The experience of modernity in the Middle East – both structurally and conceptually – is complicated and a source of confusion. The Middle East encountered European modernity at a time when Europe had realized an evolutionary path from the Renaissance. In the nineteenth century, the West had experienced the Enlightenment, and had even criticized it through the work of thinkers like Friedrich Nietzsche. The Middle East, on the other hand, was thrown into a developed experience of modernity while its nations were still struggling with issues like illiteracy, dictatorship, and underdevelopment. This disparity has made the Middle East’s transition to modernity extremely complicated and problematic.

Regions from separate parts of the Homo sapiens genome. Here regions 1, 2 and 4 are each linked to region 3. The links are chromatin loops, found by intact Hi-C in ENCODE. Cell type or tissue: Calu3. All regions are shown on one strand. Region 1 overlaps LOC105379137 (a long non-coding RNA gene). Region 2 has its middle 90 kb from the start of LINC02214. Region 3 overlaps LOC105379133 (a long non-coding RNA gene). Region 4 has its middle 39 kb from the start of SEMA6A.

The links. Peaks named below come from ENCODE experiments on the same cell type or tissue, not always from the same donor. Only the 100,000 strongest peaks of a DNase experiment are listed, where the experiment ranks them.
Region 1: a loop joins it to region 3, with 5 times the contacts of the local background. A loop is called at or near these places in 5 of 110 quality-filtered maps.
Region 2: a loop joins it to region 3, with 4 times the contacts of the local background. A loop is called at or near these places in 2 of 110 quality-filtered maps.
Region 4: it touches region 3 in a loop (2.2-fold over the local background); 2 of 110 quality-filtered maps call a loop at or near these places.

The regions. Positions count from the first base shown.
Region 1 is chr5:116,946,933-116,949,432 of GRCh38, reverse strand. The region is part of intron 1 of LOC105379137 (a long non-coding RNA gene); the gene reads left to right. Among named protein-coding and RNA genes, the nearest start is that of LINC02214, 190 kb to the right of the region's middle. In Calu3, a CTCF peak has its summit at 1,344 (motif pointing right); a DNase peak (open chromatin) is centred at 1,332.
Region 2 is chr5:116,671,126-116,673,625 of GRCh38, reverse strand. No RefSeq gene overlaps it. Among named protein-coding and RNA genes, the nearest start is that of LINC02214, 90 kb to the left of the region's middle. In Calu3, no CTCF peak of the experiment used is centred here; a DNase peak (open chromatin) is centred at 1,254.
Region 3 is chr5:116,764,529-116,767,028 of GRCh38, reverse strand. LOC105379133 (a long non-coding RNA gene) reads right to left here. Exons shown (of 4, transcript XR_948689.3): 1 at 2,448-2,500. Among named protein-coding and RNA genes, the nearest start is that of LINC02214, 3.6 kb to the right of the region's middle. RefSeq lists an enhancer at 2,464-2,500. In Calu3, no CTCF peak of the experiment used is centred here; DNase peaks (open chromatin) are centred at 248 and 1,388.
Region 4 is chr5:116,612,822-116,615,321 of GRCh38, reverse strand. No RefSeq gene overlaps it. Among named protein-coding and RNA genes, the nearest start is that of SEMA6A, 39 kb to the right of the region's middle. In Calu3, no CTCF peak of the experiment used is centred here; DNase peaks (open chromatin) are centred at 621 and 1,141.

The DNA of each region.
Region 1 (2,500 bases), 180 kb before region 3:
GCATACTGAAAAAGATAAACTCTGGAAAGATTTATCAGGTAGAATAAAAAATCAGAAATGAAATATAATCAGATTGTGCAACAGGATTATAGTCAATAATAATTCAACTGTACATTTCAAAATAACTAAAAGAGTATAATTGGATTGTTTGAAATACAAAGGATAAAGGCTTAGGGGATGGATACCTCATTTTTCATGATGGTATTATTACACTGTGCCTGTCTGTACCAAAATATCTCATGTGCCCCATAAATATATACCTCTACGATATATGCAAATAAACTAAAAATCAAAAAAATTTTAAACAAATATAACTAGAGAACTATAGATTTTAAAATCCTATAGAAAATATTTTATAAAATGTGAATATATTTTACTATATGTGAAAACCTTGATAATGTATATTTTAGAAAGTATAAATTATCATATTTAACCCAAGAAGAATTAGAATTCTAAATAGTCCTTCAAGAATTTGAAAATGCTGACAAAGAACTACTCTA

The Middle East’s complicated experience of modernity can be traced in three main problems. The first is a state of oblivion and disconnection from its own history. The Middle East is the heir to some of the great civilizations of the past (Mesopotamia, Byzantine Empire, Persia, and Egypt), and the birthplace of Abrahamic religions. Islamic Civilization in its Golden Age, between the eighth and twelfth centuries, saw the appearance of great scholars such as Farabi, Al-Biruni, Alhazen, Avicenna, Averroes, and Ibn Arabi. Despite such a glorious background at the time of the European Middle Ages, the Middle East spent the centuries after the Western Renaissance in a state of intellectual stagnation. Encountering the modern world at the time of its decline, the Middle East faced many challenges in introducing modernity into its societies. Middle Eastern thinkers’ intellectual resources had lost their dynamism by the fourteenth to nineteenth centuries. The clergy dominated the cultural and intellectual domains, and they generally were suspicious of modernity, although their ideas in this regard varied. While some of the first-period reformers such as Tahtawi and Ayatollah Naeini were religious figures, later, religious groups – whether radical Islamists (Sayyid Qutb, the Jihadists) or moderates (Turkey’s Justice and Development Party and The Freedom Movement of Iran, both advocates of Islamic Liberalism and Modernism 5 ) – became more conservative toward modernity.